In the sport of Scent Work, a drop of an essential oil (typically birch, anise, clove or cypress) is placed on a cotton swab and hidden within a specified search area. There are different types of search areas including containers, vehicles, defined interior spaces, defined exterior spaces, and containers where the scent is buried under sand or water. Neither the dog nor the handler knows where the odor is hidden. It’s up to the dog to locate the hidden scent, and then communicate it to their handler. The handler says “alert” when they think their dog has located it. There is a judge present who will indicate whether or not it was the correct location. When a dog is new to the sport (novice), they will only need to find one hidden scent at a trial, but as they progress to higher levels, a dog will be searching for multiple hides or an undefined number of hides.
As your dog learns scent work they will develop their own way to tell you where the scent is located. Every dog is different, but common signals include sitting or lying down, freezing in place, or pawing at the find. Scent work is a fun sport that builds confidence and strengthens the bond between you and your dog. And unlike most dog sports, even elderly and handicapped dogs can participate.
Before getting started in scent work, your dog will need to know some basic commands like sit, stay, and leave it. And although scent work is generally performed on-leash, your dog should also be reasonably comfortable around other dogs.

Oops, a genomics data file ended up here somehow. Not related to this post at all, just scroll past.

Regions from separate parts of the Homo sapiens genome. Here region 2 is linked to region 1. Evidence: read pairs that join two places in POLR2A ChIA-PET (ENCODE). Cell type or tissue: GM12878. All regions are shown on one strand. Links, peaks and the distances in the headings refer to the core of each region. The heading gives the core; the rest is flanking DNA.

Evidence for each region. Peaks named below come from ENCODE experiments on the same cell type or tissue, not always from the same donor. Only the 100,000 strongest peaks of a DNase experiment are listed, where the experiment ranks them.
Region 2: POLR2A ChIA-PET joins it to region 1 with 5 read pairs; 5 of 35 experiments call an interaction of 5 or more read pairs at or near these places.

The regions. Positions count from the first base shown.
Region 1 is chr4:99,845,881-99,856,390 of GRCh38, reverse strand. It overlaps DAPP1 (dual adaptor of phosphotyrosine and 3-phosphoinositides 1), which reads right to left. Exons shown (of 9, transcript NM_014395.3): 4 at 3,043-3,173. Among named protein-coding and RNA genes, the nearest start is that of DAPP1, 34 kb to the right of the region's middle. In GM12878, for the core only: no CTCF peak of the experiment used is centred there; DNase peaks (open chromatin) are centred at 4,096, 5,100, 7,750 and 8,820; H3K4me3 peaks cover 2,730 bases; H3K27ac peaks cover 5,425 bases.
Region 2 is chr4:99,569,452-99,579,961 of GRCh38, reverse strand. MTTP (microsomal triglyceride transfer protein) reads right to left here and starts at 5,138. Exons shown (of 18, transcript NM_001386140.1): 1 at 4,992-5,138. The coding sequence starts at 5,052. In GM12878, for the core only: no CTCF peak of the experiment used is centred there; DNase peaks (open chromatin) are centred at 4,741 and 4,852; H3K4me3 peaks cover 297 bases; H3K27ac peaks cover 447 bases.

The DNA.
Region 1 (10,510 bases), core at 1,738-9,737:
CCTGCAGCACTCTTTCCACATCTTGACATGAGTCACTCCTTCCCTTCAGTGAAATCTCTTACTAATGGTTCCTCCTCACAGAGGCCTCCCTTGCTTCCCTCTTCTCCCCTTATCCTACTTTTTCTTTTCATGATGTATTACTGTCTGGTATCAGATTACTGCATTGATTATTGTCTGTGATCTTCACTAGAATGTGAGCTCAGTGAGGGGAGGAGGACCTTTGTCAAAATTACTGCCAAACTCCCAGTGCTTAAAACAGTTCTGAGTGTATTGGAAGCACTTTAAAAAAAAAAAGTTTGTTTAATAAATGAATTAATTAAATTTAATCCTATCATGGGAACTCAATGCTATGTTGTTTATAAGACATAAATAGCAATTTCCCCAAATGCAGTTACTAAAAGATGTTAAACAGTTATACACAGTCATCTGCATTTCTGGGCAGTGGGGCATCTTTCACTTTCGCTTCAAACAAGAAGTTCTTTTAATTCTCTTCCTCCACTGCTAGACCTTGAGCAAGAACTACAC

The best way to learn scent work is to take a class. While you can find online instruction, you and your dog are more likely to have make progress quickly if you take at least an introduction to scent work class. Check out our What’s Happening page for a list of upcoming scent work classes in Brevard County. An introduction class will give you a good idea if scent work is something you and your dog might enjoy.
In addition to a harness or traditional collar, you should have a long lightweight lead (10+ feet is best) and lots of training treats!
If you start off by taking a local scent work class you will likely be provided a scent sample so that you can practice at home. Once you are ready to invest in more supplies, check out K9 NW Source, they have a good selection of starter kits and other supplies. Typical supplies include essential oils, glass jars, cotton swabs, and tweezers.
USCSS Novice Container Trial Run
There are several organizations that offer scent work trials in the U.S., including AKC, USCSS, NACSW and CPE. Each organization has different types of searches and different rules. SWCBC is an AKC club, which means that we hold AKC trials. However, our members also compete in trials held by the other organizations, and sometimes our club offers workshops that include USCSS games. You’ll find that a good number of scent work trials happen each year in central Florida.